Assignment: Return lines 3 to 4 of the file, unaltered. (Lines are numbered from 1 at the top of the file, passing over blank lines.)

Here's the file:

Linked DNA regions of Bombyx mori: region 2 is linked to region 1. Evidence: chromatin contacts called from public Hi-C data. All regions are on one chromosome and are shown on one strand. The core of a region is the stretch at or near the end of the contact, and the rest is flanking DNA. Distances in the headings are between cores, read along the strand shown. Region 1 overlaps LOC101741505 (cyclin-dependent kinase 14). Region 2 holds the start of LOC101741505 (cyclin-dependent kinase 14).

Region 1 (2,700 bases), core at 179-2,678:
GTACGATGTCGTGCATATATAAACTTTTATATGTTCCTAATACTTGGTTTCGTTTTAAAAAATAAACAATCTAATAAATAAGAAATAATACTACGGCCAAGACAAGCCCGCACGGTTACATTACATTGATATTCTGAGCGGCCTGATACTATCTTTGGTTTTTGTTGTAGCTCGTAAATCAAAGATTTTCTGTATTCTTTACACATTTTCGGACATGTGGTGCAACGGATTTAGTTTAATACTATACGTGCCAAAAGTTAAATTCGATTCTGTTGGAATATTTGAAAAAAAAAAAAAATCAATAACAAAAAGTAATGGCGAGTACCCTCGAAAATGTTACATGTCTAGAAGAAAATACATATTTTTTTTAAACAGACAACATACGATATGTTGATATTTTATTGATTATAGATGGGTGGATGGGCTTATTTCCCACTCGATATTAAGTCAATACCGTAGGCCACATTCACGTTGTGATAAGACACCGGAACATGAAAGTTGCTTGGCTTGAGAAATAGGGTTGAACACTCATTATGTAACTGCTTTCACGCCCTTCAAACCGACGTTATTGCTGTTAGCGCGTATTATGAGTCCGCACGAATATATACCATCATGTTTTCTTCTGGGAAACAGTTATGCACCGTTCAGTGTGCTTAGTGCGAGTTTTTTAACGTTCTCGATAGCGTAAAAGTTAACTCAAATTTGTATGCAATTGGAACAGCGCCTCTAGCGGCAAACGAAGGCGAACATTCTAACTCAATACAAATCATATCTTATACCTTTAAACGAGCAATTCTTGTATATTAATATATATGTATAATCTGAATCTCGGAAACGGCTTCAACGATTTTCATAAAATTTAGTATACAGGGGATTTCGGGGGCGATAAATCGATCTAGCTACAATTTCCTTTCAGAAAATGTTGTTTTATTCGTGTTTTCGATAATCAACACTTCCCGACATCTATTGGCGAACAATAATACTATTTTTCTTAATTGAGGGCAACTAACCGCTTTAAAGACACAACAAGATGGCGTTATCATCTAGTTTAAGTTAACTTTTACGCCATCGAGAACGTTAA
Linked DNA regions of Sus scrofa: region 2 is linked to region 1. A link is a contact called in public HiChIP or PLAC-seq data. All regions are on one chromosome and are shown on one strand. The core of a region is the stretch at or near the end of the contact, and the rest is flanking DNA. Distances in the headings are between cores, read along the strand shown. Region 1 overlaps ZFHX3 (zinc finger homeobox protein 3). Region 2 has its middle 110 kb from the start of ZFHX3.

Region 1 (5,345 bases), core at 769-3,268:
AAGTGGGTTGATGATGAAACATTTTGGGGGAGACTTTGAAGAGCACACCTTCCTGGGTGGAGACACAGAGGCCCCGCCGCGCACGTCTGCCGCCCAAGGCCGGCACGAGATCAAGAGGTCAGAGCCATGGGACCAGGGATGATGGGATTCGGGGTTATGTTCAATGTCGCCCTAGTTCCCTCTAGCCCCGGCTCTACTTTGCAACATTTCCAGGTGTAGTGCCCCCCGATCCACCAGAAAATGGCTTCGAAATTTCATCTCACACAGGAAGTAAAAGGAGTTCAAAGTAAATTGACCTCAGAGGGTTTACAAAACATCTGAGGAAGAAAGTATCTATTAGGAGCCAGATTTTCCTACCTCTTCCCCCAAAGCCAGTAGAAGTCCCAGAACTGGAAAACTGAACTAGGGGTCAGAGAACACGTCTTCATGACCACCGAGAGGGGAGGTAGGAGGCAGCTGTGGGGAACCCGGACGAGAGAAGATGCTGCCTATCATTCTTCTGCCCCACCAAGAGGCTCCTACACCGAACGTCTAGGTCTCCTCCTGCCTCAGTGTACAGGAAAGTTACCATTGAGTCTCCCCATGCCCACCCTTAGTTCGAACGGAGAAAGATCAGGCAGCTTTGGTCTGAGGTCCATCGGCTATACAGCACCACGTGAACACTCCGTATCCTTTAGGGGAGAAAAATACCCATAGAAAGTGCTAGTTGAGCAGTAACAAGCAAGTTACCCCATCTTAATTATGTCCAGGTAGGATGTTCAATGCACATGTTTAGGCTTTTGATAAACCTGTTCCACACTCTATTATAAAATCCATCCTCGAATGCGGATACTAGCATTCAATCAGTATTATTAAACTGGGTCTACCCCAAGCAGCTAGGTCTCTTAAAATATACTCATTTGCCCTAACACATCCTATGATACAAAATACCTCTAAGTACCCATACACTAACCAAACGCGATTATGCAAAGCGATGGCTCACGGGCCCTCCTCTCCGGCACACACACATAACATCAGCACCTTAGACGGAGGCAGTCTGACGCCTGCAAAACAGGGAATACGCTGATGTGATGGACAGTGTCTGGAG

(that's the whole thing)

GTACGATGTCGTGCATATATAAACTTTTATATGTTCCTAATACTTGGTTTCGTTTTAAAAAATAAACAATCTAATAAATAAGAAATAATACTACGGCCAAGACAAGCCCGCACGGTTACATTACATTGATATTCTGAGCGGCCTGATACTATCTTTGGTTTTTGTTGTAGCTCGTAAATCAAAGATTTTCTGTATTCTTTACACATTTTCGGACATGTGGTGCAACGGATTTAGTTTAATACTATACGTGCCAAAAGTTAAATTCGATTCTGTTGGAATATTTGAAAAAAAAAAAAAATCAATAACAAAAAGTAATGGCGAGTACCCTCGAAAATGTTACATGTCTAGAAGAAAATACATATTTTTTTTAAACAGACAACATACGATATGTTGATATTTTATTGATTATAGATGGGTGGATGGGCTTATTTCCCACTCGATATTAAGTCAATACCGTAGGCCACATTCACGTTGTGATAAGACACCGGAACATGAAAGTTGCTTGGCTTGAGAAATAGGGTTGAACACTCATTATGTAACTGCTTTCACGCCCTTCAAACCGACGTTATTGCTGTTAGCGCGTATTATGAGTCCGCACGAATATATACCATCATGTTTTCTTCTGGGAAACAGTTATGCACCGTTCAGTGTGCTTAGTGCGAGTTTTTTAACGTTCTCGATAGCGTAAAAGTTAACTCAAATTTGTATGCAATTGGAACAGCGCCTCTAGCGGCAAACGAAGGCGAACATTCTAACTCAATACAAATCATATCTTATACCTTTAAACGAGCAATTCTTGTATATTAATATATATGTATAATCTGAATCTCGGAAACGGCTTCAACGATTTTCATAAAATTTAGTATACAGGGGATTTCGGGGGCGATAAATCGATCTAGCTACAATTTCCTTTCAGAAAATGTTGTTTTATTCGTGTTTTCGATAATCAACACTTCCCGACATCTATTGGCGAACAATAATACTATTTTTCTTAATTGAGGGCAACTAACCGCTTTAAAGACACAACAAGATGGCGTTATCATCTAGTTTAAGTTAACTTTTACGCCATCGAGAACGTTAA
Linked DNA regions of Sus scrofa: region 2 is linked to region 1. A link is a contact called in public HiChIP or PLAC-seq data. All regions are on one chromosome and are shown on one strand. The core of a region is the stretch at or near the end of the contact, and the rest is flanking DNA. Distances in the headings are between cores, read along the strand shown. Region 1 overlaps ZFHX3 (zinc finger homeobox protein 3). Region 2 has its middle 110 kb from the start of ZFHX3.